Fatal horse disease rears its head in Manitoba
The province has seen 14 cases of equine infectious anemia this year
It's a horse disease that's always fatal, but it isn't always immediately apparent your horse is sick with it.
Equine infectious anemia has been found in Manitoba for the first time since 2006 and 14 horses have been euthanized in the province so far this year, according to a veterinarian with the Canadian Food Inspection Agency.
The disease, sometimes called "swamp fever," is eventually fatal, said the CFIA's Dr. Alex McIsaac. It starts with intermittent fever, then progresses to jaundice, swelling underneath the horse's abdomen and on its legs, and tiny hemmorhaging in its eyes.
"Eventually, the horse is hanging its head down, is unable to breathe and eventually will die," said McIsaac.
There is no human health risk from the disease, according to the food inspection agency.
There have been 14 cases found on six farms in Manitoba in 2017, said McIsaac, including in the rural municipalities of Armstrong, St. Clements, St. Andrews and Hanover. All six farms were put under quarantine but two of those quarantines have since been lifted. All 14 affected horses were put down to prevent suffering.
No treatment for disease
Equine infectious anemia is a viral disease transmitted by biting insects, mostly flies. From there, it can be transmitted from horse to horse and throughout a herd, said McIsaac.
He said while the disease has been reported in Manitoba horses this year for the first time since 2006, it was likely always here.
"I'm not sure it's a problem that's arisen this year. What it is, increased surveillance has found it this year," he said.
"Most animals that are affected with this are — by far the majority — are what we call inapparent carriers. So they have the virus in their system, but outwardly, unless you really, really know the horse, you wouldn't think that they're infected."
Prevention and treatment also present challenges, he said.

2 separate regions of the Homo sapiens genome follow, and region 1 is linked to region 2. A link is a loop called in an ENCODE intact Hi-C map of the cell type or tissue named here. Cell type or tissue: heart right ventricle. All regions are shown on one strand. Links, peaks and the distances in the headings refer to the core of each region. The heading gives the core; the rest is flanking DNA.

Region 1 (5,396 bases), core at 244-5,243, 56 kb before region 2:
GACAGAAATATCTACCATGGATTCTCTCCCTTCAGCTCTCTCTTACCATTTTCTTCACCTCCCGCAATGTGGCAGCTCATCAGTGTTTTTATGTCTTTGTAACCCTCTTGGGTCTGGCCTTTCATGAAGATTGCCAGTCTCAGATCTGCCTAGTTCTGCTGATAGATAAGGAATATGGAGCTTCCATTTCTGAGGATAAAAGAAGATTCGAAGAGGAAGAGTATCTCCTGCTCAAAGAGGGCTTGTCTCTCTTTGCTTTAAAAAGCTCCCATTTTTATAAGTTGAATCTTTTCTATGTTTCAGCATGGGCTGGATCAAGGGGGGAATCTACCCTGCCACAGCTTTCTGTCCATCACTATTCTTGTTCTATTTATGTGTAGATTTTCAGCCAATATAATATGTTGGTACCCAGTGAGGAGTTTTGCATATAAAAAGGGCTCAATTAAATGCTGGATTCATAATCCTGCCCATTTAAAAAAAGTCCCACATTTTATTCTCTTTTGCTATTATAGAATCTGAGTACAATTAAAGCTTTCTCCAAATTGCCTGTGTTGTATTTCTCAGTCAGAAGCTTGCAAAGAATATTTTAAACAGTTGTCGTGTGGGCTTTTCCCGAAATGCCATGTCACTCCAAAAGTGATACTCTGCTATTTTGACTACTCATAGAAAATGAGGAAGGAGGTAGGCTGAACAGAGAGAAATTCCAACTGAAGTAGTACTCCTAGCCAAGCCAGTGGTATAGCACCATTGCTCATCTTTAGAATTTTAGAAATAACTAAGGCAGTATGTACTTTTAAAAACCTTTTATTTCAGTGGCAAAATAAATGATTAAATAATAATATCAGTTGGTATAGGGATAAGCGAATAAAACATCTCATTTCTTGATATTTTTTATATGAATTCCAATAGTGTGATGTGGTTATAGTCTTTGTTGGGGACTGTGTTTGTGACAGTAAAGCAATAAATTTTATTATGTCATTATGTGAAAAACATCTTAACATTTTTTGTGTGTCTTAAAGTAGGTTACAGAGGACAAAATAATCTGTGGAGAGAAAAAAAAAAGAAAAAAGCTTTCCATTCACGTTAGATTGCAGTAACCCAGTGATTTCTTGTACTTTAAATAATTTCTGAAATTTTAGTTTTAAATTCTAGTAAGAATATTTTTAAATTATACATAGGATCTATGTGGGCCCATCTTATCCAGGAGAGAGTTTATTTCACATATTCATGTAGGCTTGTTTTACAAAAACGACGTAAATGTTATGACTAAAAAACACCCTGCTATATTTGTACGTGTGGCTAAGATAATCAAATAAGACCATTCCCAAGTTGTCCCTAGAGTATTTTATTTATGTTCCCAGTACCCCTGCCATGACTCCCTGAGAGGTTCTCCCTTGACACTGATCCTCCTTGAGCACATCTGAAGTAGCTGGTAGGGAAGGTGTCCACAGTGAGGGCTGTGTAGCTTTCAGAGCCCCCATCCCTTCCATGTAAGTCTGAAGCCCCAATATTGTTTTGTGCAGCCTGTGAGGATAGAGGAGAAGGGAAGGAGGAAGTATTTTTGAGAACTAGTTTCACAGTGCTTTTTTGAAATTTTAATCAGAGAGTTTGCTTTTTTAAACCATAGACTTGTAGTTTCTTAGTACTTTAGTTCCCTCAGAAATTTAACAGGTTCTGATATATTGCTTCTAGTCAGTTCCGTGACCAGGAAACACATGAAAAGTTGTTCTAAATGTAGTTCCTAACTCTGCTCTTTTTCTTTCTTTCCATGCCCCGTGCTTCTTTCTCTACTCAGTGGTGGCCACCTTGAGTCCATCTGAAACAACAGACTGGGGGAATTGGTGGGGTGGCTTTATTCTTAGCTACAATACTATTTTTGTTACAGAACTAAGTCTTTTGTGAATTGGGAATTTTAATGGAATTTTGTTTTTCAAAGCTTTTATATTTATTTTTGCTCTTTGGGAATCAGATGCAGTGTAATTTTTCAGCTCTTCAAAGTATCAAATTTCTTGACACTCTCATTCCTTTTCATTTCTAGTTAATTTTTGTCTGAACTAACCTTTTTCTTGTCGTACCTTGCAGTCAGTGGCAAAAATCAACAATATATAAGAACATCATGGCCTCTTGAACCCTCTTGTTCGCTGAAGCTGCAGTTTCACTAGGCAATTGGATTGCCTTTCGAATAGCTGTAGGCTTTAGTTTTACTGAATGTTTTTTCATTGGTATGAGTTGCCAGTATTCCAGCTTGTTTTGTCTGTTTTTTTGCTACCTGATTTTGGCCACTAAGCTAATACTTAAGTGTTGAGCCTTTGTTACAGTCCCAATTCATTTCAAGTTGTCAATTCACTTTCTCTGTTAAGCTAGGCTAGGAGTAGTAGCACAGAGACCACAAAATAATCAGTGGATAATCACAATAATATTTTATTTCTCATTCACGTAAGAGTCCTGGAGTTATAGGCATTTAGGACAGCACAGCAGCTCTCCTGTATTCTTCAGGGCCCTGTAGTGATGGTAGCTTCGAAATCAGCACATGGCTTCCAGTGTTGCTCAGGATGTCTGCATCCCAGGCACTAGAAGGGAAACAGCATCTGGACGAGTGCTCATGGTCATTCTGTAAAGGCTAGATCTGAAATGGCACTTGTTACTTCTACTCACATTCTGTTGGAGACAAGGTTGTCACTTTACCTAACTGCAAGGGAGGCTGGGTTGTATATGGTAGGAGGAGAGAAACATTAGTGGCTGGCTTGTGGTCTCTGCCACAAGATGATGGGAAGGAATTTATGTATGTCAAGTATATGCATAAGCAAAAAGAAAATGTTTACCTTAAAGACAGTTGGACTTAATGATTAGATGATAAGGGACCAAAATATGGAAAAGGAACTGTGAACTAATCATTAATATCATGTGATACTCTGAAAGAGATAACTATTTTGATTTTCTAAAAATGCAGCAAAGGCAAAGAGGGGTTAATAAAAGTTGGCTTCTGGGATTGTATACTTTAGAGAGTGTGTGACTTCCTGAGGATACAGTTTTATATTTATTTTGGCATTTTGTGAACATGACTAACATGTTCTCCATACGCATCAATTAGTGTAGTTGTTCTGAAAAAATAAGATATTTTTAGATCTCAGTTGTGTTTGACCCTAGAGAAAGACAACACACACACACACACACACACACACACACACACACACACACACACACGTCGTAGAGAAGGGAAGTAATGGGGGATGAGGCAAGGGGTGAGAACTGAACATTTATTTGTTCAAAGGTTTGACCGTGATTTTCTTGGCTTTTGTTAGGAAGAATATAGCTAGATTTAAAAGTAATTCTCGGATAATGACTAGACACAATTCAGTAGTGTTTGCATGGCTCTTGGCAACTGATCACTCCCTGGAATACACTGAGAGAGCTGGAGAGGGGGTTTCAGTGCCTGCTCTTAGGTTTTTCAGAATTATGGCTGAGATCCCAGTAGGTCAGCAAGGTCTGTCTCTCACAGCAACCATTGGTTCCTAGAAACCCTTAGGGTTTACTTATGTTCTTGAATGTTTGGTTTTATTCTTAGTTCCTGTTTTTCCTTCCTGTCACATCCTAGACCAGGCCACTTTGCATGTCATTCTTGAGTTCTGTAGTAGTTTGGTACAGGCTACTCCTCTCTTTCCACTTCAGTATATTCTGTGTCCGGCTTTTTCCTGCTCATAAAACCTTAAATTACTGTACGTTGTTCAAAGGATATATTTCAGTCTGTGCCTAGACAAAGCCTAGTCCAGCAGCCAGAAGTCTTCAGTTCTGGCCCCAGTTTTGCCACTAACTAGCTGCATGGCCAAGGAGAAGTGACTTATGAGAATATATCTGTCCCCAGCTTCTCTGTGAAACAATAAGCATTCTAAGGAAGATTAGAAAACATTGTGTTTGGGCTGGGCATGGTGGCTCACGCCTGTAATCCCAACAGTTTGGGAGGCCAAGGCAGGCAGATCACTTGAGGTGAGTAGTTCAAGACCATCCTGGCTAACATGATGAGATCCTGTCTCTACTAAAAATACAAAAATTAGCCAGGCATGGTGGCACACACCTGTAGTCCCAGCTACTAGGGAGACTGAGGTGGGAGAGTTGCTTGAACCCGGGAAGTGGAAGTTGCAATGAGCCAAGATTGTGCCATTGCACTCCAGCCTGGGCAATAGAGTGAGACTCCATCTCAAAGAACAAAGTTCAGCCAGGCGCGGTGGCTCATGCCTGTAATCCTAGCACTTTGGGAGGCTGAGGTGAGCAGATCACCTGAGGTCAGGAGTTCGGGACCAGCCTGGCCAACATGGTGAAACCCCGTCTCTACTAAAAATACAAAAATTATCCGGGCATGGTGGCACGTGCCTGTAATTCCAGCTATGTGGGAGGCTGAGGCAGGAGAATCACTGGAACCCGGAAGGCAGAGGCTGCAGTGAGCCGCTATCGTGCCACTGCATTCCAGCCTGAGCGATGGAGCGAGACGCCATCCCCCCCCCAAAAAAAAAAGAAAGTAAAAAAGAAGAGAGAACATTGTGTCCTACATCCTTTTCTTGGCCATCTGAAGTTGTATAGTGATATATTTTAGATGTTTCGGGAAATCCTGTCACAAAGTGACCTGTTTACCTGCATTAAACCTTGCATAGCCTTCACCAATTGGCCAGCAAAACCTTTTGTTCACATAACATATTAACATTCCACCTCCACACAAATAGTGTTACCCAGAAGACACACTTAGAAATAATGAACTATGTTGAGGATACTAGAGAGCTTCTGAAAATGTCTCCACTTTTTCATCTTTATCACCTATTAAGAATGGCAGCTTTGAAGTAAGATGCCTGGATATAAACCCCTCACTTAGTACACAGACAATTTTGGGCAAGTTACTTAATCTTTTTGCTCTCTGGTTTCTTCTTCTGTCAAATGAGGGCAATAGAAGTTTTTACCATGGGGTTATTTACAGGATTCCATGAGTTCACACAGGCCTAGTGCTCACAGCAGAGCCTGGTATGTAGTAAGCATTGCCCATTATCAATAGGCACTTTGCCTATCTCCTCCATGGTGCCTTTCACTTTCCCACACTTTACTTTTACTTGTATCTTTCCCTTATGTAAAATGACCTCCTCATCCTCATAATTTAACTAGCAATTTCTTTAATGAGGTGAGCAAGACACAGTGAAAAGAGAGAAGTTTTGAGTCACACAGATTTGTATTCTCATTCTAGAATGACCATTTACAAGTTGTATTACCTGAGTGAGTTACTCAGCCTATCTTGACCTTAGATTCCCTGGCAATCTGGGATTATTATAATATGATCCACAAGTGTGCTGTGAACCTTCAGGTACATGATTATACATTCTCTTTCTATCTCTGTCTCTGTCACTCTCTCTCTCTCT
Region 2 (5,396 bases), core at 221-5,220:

"There is no vaccine, which is unfortunate. There is no treatment as well, which is also unfortunate. So for the rest of the life of that horse, it would remain as a reservoir of disease for all other horses around it," McIsaac said.
"It is a difficult diagnosis to get."
Testing voluntary, but important: veterinarian
Testing for the disease is voluntary in Canada and generally only done when a horse is being moved for a show or to another farm. "That's the only time that you would discover that you had the disease," McIsaac said.
Saskatchewan has seen more than 100 cases of the disease over the past few years. When an infected horse is found, it is quarantined and the entire herd is tested.
"So it might sound simple that yes, you might find a positive horse, that horse is euthanized and those other horses should be released. However, that horse may have infected its herdmates in the meantime," McIsaac said.
Owners have to wait 45 days to see if their herd has been infected before the quarantine can be lifted.
Manitoba's cases were discovered when a breeding farm asked to have a new horse tested. "Once you make that initial discovery, the word gets out … then people ramp up testing," said McIsaac.
"I think next year, a lot more shows and events will have their horses tested prior to entry. In Saskatchewan, two years in a row we had an increase in numbers simply because we started looking more. Next year, that's likely to be what might happen [in Manitoba]."
Still, horse owners shouldn't panic, the veterinarian said.
"This is not like a wildfire disease that spreads really, really quickly. But I do think it's important that you test, and I do think it's really important that you test any animals that are new to your property."